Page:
Throughout the 17th century, there were slaves found in every colony of what is now the United States. The Southern colonies held the most slaves due to the economic situation of the period that was based upon agriculture. Until the industrial revolution in the 19th century, the southern colonies relied on the cash crops of tobacco, cotton, corn and rice.
Between the years of 1670 and 1750, the enslaved population in the Northern colonies remained at a steady number. In the Southern colonies, the population of enslaved Africans and African Americans increased from 15 percent of the total population to almost 40 percent of the total population. The climate and geography of the Southern colonies were perfect for agriculture. Abundant rainfall and warmer weather for most of the year made it possible to produce very large crops to be sold. Cotton and tobacco became the largest, most harvested crops.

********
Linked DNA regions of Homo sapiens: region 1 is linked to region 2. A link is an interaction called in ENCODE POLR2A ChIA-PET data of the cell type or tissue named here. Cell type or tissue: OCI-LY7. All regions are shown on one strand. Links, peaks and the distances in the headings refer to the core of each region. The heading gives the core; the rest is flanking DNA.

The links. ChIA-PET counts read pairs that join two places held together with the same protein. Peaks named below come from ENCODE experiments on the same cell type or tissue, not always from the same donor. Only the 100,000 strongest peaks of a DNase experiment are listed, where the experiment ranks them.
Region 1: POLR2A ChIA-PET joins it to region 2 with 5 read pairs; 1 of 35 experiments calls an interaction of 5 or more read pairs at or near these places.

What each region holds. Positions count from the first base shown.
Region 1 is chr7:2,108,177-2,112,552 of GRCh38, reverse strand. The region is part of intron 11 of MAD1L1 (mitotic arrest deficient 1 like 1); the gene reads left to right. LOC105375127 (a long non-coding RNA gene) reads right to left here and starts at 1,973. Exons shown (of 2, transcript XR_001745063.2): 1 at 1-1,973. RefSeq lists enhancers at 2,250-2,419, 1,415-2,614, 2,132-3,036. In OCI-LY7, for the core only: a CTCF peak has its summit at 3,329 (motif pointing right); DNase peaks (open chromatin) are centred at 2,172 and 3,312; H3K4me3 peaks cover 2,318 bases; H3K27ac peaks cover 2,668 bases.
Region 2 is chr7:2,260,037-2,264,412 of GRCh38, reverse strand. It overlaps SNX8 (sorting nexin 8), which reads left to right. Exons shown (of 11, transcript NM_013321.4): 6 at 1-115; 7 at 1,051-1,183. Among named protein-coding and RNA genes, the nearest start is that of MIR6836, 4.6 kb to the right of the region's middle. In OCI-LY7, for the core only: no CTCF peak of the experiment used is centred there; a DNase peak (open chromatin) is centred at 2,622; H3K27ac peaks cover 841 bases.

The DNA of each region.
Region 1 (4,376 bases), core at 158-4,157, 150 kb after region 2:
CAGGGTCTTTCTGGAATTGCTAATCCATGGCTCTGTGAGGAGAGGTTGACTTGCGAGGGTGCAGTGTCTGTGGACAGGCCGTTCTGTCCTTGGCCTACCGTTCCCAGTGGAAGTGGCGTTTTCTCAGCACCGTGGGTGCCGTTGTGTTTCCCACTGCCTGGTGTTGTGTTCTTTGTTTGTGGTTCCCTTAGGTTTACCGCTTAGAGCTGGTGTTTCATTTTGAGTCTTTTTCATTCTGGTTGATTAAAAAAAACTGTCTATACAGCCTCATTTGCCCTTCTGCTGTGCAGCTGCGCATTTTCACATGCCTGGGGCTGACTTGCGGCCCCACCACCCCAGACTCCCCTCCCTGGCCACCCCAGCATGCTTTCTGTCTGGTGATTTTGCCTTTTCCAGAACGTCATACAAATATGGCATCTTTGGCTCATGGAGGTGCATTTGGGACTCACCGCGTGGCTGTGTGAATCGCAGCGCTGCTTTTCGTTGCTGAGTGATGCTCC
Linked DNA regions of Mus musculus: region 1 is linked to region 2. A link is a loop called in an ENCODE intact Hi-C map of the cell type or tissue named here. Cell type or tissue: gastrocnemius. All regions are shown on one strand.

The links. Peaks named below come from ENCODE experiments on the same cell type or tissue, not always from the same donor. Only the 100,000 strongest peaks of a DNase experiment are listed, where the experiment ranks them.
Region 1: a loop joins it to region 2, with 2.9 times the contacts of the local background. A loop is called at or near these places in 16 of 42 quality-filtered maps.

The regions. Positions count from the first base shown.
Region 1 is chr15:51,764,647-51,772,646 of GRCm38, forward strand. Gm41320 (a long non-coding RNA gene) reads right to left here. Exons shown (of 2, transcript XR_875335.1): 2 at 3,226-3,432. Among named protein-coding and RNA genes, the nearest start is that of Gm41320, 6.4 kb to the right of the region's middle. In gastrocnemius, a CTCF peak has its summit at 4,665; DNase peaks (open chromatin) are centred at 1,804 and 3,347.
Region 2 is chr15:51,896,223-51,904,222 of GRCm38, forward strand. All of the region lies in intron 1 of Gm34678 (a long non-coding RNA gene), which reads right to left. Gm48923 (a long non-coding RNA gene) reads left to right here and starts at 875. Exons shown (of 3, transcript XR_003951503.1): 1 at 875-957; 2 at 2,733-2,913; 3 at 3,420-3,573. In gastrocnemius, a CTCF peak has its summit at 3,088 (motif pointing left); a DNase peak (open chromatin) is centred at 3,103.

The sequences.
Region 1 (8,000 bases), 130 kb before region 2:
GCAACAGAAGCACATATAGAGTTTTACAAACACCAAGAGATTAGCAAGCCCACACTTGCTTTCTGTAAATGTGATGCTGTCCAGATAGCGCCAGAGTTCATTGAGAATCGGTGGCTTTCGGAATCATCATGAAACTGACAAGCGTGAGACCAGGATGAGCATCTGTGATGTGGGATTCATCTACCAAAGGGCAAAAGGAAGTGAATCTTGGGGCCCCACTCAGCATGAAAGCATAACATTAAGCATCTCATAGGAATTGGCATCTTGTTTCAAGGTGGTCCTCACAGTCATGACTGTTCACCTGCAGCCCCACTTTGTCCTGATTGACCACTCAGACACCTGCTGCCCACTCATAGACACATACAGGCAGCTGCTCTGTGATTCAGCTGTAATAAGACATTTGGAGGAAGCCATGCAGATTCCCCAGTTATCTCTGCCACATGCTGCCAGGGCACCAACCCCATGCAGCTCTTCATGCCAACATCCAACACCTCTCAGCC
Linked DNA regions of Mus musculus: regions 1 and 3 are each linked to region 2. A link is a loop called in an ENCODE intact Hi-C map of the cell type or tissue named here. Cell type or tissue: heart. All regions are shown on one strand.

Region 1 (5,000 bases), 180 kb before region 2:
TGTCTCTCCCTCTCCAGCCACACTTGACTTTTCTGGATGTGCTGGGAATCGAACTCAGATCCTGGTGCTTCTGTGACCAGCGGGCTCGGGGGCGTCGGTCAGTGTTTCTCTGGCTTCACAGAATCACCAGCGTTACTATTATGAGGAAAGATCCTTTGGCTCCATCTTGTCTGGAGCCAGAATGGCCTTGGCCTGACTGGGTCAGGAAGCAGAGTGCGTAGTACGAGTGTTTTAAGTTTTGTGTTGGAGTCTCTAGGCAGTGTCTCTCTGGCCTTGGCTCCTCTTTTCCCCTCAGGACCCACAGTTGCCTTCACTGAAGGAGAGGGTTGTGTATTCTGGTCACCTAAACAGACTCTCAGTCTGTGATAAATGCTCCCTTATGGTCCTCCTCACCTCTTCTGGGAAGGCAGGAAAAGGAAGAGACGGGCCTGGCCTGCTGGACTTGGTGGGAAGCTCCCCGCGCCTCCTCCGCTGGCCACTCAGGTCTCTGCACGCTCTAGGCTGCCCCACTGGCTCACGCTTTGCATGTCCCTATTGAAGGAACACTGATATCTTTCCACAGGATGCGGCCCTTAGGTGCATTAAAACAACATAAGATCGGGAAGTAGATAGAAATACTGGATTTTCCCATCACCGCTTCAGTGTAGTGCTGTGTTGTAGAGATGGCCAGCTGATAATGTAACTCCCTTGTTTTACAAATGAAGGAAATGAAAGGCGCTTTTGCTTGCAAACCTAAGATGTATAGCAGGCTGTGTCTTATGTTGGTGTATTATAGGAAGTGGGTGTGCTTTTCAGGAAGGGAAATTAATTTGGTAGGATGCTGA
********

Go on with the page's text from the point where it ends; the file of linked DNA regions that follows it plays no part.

Slave labor allowed Southern farmers to plant and harvest more crops without having to pay for labor, leading to the emergence of the wealthy planter-class that defines the antebellum South. Without the labor of enslaved people, this planter class would not have amassed exorbitant sums of wealth. Having slaves allowed these families to become even wealthier, helping them to buy more slaves. Some crops, such as rice, proved difficult to grow, and the planter class lacked the skill. Plantation owners would purchase slaves from the region of West Africa that had experience growing rice to work on their farms.